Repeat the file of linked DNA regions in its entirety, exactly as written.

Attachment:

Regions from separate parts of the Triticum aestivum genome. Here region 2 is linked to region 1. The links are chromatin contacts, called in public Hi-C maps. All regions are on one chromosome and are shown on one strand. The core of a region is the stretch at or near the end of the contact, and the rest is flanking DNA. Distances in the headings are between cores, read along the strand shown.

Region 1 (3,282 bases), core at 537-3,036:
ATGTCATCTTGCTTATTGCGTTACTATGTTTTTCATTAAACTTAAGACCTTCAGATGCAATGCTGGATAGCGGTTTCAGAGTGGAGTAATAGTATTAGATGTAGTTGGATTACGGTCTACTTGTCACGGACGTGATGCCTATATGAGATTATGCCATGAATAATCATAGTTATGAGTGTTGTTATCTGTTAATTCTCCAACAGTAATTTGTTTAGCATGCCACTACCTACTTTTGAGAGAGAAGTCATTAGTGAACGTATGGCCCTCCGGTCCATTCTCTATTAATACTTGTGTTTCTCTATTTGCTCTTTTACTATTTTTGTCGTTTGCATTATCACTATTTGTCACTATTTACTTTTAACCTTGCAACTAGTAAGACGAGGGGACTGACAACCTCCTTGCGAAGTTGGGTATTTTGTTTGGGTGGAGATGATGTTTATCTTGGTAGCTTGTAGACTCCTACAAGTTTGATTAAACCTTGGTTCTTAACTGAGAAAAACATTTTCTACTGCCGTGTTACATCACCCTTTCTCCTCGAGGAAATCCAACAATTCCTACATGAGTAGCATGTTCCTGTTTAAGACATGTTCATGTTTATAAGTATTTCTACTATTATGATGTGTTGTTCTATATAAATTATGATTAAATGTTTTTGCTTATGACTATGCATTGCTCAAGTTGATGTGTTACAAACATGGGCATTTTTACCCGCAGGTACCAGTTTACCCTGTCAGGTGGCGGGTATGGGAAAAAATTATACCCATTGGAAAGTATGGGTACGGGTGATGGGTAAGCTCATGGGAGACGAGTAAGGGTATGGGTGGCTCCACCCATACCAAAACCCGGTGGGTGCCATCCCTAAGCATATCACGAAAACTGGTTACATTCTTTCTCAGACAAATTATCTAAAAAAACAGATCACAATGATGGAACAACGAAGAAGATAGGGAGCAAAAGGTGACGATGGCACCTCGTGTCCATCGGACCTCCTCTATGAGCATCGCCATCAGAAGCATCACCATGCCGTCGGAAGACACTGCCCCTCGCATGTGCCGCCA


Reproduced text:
Regions from separate parts of the Triticum aestivum genome. Here region 2 is linked to region 1. The links are chromatin contacts, called in public Hi-C maps. All regions are on one chromosome and are shown on one strand. The core of a region is the stretch at or near the end of the contact, and the rest is flanking DNA. Distances in the headings are between cores, read along the strand shown.

Region 1 (3,282 bases), core at 537-3,036:
ATGTCATCTTGCTTATTGCGTTACTATGTTTTTCATTAAACTTAAGACCTTCAGATGCAATGCTGGATAGCGGTTTCAGAGTGGAGTAATAGTATTAGATGTAGTTGGATTACGGTCTACTTGTCACGGACGTGATGCCTATATGAGATTATGCCATGAATAATCATAGTTATGAGTGTTGTTATCTGTTAATTCTCCAACAGTAATTTGTTTAGCATGCCACTACCTACTTTTGAGAGAGAAGTCATTAGTGAACGTATGGCCCTCCGGTCCATTCTCTATTAATACTTGTGTTTCTCTATTTGCTCTTTTACTATTTTTGTCGTTTGCATTATCACTATTTGTCACTATTTACTTTTAACCTTGCAACTAGTAAGACGAGGGGACTGACAACCTCCTTGCGAAGTTGGGTATTTTGTTTGGGTGGAGATGATGTTTATCTTGGTAGCTTGTAGACTCCTACAAGTTTGATTAAACCTTGGTTCTTAACTGAGAAAAACATTTTCTACTGCCGTGTTACATCACCCTTTCTCCTCGAGGAAATCCAACAATTCCTACATGAGTAGCATGTTCCTGTTTAAGACATGTTCATGTTTATAAGTATTTCTACTATTATGATGTGTTGTTCTATATAAATTATGATTAAATGTTTTTGCTTATGACTATGCATTGCTCAAGTTGATGTGTTACAAACATGGGCATTTTTACCCGCAGGTACCAGTTTACCCTGTCAGGTGGCGGGTATGGGAAAAAATTATACCCATTGGAAAGTATGGGTACGGGTGATGGGTAAGCTCATGGGAGACGAGTAAGGGTATGGGTGGCTCCACCCATACCAAAACCCGGTGGGTGCCATCCCTAAGCATATCACGAAAACTGGTTACATTCTTTCTCAGACAAATTATCTAAAAAAACAGATCACAATGATGGAACAACGAAGAAGATAGGGAGCAAAAGGTGACGATGGCACCTCGTGTCCATCGGACCTCCTCTATGAGCATCGCCATCAGAAGCATCACCATGCCGTCGGAAGACACTGCCCCTCGCATGTGCCGCCA